- When your eyes send that it is getting dark outside, they alert your brain.
- Your brain receives those signals and tells your body to release sleep hormones, like melatonin.
- When your eyes sense light in the morning, your body starts producing different hormones to wake you up.
However, artificial light can trick your body into thinking it should be awake, even at night time. A study published in the Journal of Clinical Endocrinology & Metabolism shows that when your body is exposed to lights in your home, melatonin production drops by up to 85 percent.
Now imagine that in addition to the lights in your house, your body is getting blasted by the bright LED lights from your phone, TV, tablet, etc.
It could be midnight, but if you’re staring at a brightly glowing phone screen, your body thinks it’s daylight and time to be awake.
What to do: Institute a “no technology” rule for at least 30 minutes prior to bedtime. Dimming the lights can also help your circadian rhythm pick up on the fact that it is night and time to start getting ready for sleep. If you like to “wind down” before bed, try reading a book instead, with only soft lamp light.
4. Radiation from Cell Phones Could be Dangerous
When your phone is connected to a cell network and/or wifi, it emits radio frequency radiation (RF), which is a component of electromagnetic field radiation (EMF).
The World Health Organization warns that radio frequency electromagnetic fields from cell phones are “possibly carcinogenic.” This means that the “association is considered credible, but when chance, bias or confounding cannot be ruled out with reasonable confidence.”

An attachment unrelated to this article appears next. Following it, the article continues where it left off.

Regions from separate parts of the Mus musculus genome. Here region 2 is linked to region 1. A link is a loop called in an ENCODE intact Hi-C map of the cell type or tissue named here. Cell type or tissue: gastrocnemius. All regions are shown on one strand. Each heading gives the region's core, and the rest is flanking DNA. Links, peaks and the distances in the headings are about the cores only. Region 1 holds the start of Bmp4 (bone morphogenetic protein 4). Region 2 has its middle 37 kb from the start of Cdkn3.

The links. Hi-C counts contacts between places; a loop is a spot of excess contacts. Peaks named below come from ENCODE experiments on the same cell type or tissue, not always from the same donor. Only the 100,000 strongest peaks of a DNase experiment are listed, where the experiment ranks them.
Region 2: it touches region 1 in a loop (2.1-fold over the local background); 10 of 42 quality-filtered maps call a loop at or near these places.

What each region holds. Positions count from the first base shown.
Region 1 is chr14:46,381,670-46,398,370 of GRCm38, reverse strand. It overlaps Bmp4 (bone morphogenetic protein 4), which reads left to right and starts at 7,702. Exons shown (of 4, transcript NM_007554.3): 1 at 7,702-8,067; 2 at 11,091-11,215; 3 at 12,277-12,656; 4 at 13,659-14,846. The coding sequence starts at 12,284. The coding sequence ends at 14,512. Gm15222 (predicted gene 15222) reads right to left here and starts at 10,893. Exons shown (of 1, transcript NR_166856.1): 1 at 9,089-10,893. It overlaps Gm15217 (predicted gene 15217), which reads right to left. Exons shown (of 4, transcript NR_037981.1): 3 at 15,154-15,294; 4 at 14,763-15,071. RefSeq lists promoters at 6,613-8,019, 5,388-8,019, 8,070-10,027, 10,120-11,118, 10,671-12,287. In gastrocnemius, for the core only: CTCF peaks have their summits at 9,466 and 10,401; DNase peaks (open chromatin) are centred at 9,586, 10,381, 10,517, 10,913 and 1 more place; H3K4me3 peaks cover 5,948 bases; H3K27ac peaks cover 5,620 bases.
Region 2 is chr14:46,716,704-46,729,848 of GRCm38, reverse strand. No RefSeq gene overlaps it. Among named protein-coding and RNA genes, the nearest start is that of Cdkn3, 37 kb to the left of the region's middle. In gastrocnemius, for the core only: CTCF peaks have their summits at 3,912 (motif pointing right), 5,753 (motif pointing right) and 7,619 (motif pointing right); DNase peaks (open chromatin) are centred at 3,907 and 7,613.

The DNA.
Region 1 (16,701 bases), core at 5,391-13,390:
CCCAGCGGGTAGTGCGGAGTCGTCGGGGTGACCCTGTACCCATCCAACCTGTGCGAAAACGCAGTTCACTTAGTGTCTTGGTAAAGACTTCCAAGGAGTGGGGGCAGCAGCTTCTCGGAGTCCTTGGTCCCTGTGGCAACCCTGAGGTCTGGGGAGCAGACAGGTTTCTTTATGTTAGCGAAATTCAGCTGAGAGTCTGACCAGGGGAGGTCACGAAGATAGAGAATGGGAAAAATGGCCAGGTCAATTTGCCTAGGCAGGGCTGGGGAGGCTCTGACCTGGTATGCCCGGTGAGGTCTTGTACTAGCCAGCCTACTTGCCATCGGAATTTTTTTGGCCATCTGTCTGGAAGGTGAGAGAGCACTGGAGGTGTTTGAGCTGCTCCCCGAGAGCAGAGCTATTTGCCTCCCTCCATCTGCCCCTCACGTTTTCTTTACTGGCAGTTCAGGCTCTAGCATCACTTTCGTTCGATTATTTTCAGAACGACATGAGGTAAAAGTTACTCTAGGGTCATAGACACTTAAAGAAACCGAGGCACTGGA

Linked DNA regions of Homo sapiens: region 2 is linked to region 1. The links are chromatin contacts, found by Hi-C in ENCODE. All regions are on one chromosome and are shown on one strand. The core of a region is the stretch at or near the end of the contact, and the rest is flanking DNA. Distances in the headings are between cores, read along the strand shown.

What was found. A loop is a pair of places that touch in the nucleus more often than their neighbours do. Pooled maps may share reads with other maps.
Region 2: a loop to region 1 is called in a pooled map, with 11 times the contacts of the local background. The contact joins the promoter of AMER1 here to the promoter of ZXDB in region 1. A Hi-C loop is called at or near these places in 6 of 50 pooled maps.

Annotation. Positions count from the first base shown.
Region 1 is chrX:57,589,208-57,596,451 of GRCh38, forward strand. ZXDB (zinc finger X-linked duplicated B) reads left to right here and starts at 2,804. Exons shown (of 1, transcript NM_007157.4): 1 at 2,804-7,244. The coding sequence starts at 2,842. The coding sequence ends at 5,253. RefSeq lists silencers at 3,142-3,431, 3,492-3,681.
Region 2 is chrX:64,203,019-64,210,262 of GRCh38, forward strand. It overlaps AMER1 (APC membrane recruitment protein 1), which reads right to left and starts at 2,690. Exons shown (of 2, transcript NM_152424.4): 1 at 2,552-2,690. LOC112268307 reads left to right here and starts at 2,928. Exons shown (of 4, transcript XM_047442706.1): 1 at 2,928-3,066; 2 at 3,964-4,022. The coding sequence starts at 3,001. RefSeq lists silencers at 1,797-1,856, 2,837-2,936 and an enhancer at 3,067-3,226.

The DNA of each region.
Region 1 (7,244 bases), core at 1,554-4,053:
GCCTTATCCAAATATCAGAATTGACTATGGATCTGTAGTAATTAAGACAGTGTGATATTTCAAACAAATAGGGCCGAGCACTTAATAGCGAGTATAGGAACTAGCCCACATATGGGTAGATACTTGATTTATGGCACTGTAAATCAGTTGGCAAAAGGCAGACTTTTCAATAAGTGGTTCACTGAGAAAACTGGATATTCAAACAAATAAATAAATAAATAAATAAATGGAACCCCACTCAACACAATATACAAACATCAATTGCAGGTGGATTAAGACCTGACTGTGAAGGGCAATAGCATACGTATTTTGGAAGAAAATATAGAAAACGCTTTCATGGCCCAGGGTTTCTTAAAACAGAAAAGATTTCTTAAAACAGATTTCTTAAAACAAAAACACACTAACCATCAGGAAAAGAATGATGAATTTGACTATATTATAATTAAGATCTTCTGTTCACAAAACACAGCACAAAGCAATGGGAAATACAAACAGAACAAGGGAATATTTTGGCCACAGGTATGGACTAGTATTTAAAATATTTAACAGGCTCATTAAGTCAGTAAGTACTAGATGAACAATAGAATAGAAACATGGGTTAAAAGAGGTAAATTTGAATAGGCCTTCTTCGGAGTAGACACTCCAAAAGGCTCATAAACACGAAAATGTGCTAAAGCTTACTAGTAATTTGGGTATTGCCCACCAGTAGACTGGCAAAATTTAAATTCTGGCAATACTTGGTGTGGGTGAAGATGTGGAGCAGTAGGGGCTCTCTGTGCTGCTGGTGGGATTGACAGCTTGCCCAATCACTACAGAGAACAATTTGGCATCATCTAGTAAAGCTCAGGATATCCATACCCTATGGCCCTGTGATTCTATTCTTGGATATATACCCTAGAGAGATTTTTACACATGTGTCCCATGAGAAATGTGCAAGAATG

This means that there is not yet conclusive research that prolonged exposure to cell phones causes cancer, but that experts believe it is a possibility.
There will definitely be some who say that cell phones causing cancer is crazy, but I say, why take a chance?
Since we don’t need our cell phones at night, I look at this as a good opportunity to take a “break” from my cell phone and potentially harmful radiation.
Try this: If you’re like me and use your phone as your alarm clock, put your phone on airplane mode and turn off wifi while you sleep. When your phone is in airplane mode, it does not emit RF radiation, and drastically lowers the amount of overall EMF radiation that it creates too.
Want to sleep better? Here’s what to do with your phone at night:
I mentioned a most of these tips in each of their respective sections above, but as a quick recap, these are some easy steps to take that may help you sleep better:
- Stop using your phone (and all technology) at least 30 minutes before bed
- Charge your phone in another room at night
- Put your phone on silent
- Turn off your phone’s wifi and bluetooth
- Put your phone on airplane mode
In addition to not sleeping with my phone on at night, I also like to use lavender essential oil in a diffuser to encourage restful sleep. See the rest of my favorite everyday essential oil uses here.
What do you think about sleeping with your phone at night? Let us know in the comments below!
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Last updated on May 19th, 2019 at 04:44 pm